The Toyota Auris is a spacious, but unspectacular attempt at a high quality Golf rival. Only the availability of a hybrid lifts it from obscurity

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In some ways, Toyota is the greatest paradox of the motoring world. Its industrial success is well documented, its ascension to the mantle of world’s largest car manufacturer nigh on inevitable, and yet it doesn’t make many interesting cars. Will the new Toyota Auris change that?

In the past, Toyota’s success was based solely on being the best at making cars, at instigating just-in-time procedures whose ramifications have been felt throughout the wider industrial world. But not making the best cars.

Toyota’s success is based on being the best at making cars, but not making the best cars

Think of the last time a Toyota qualified as the unequivocal leader in any specific category. Unless you run a Land Cruiser Amazon in darkest Africa, we suggest this might prove a difficult task.

So here's the Auris. Pronounce it as you will (the name is derived from the Latin for gold, Aurum, and is therefore supposed to be ow-ris). It is resolutely not, Toyota says, a Corolla despite being the same size and looking remarkably similar. Whatever baggage the old nameplate might carry, it's a bold move to replace the world's best-selling car.

This is Toyota’s latest attempt to prove to the world that it can produce machines that engage the emotions as effectively as they already appeal to thrifty wallets.

The version tested here is the 1.6 VVT-i 5dr; since the Auris' 2006 introduction that engine's power has risen from 122bhp to 130, while other available engines include a 99bhp 1.3 and an 89bhp, 1.4-litre turbodiesel. The 2.2-litre turbodiesel has now left the range, but a 1.8-litre hybrid, using the Prius's powertrain, joined it in 2010.

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Toyota Auris side profile

Ditching the Corolla name for Auris was a move of unprecedented bravery for Toyota. After all, for all its slightly dull connotations, we are talking about the best-selling passenger car range of all time.

But take a look at the specification of the Toyota Auris and you’ll quickly conclude that this new model marks a small evolutionary step in the development of the family hatchback.

The Auris marks a small evolutionary step in the development of the family hatchback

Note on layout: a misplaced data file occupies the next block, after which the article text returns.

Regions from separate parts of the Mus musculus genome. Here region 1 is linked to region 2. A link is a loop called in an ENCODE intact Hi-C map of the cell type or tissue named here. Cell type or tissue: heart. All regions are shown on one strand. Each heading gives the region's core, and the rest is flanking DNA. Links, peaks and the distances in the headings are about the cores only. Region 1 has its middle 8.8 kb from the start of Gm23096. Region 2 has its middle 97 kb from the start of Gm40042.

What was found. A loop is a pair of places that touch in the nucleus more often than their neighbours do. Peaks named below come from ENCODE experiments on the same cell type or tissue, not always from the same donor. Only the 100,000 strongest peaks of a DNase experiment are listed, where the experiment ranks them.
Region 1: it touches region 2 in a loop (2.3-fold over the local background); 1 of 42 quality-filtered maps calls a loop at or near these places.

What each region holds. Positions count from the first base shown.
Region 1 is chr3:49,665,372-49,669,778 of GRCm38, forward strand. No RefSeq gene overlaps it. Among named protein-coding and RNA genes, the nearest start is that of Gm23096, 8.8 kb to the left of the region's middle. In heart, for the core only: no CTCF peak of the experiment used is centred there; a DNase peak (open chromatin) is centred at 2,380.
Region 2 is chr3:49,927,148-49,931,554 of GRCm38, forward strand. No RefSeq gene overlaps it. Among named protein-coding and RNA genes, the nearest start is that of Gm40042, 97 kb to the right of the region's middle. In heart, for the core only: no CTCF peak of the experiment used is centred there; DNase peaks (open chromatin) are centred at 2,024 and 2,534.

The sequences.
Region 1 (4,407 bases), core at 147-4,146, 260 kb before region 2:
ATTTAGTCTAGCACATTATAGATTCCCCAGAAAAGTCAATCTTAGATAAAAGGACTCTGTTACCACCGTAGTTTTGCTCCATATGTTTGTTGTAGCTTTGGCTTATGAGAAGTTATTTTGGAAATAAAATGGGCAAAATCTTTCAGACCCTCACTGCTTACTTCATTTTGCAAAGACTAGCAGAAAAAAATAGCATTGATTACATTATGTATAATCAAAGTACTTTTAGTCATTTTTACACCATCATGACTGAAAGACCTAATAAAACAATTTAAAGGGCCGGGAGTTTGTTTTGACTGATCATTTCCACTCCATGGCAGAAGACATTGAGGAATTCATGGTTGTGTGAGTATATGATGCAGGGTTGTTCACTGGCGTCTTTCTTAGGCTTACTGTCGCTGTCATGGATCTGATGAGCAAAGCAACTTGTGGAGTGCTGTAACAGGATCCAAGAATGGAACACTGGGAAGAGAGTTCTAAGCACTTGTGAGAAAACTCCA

Dimensionally, it is slightly taller than the norm, but beneath its two-box shape sit a pair of struts for the front suspension, a torsion beam at the back, and 16in alloy wheels covering four disc brakes with the latest ABS and EBD software.

The Auris is a conventional hatchback in a class where history shows that conservatism is rewarded with sales. And it must be said that, unless you have its predecessor at hand for comparison, the Auris – at least in its original form, before its latest smiley-face nose job – does look uncomfortably like a Corolla at first glance.

It’s taller profile helps interior space but doesn’t do the Auris any favours in crosswinds. And a high centre of gravity doesn’t help the Auris’s handling either, making it prone to high levels of body roll. But the biggest problem is the lack of design flair.

The sides are featureless, the front is too doe-eyed – even if a facelift in 2012 brought more angular lights. Place it alongside practically any C-segment hatchback and it will disappear into the scenery.


Toyota Auris dashboard

Interior space and style were Toyota's design prerogatives in the Auris project, and most people will find the mixture of raised gear lever console and clever instrument binnacle very appealing. But it doesn’t offer the Volkswagen Golf’s feeling of big-car quality, nor are the plastics as soft and squishy.

It won’t come as a surprise to learn that the build quality is exceptional, but those anticipating the same derivative Toyota-esque clocks will be greeted by a very attractive set of instruments. They are attractive and clear in equal measure.

In terms of places to plonk accoutrements, the Auris is well behind the class average

Function doesn’t follow form quite as successfully in the rest of the cabin, though. The more time you spend with the Toyota Auris, the more baffling its quasi-MPV shape and interior trimmings seem.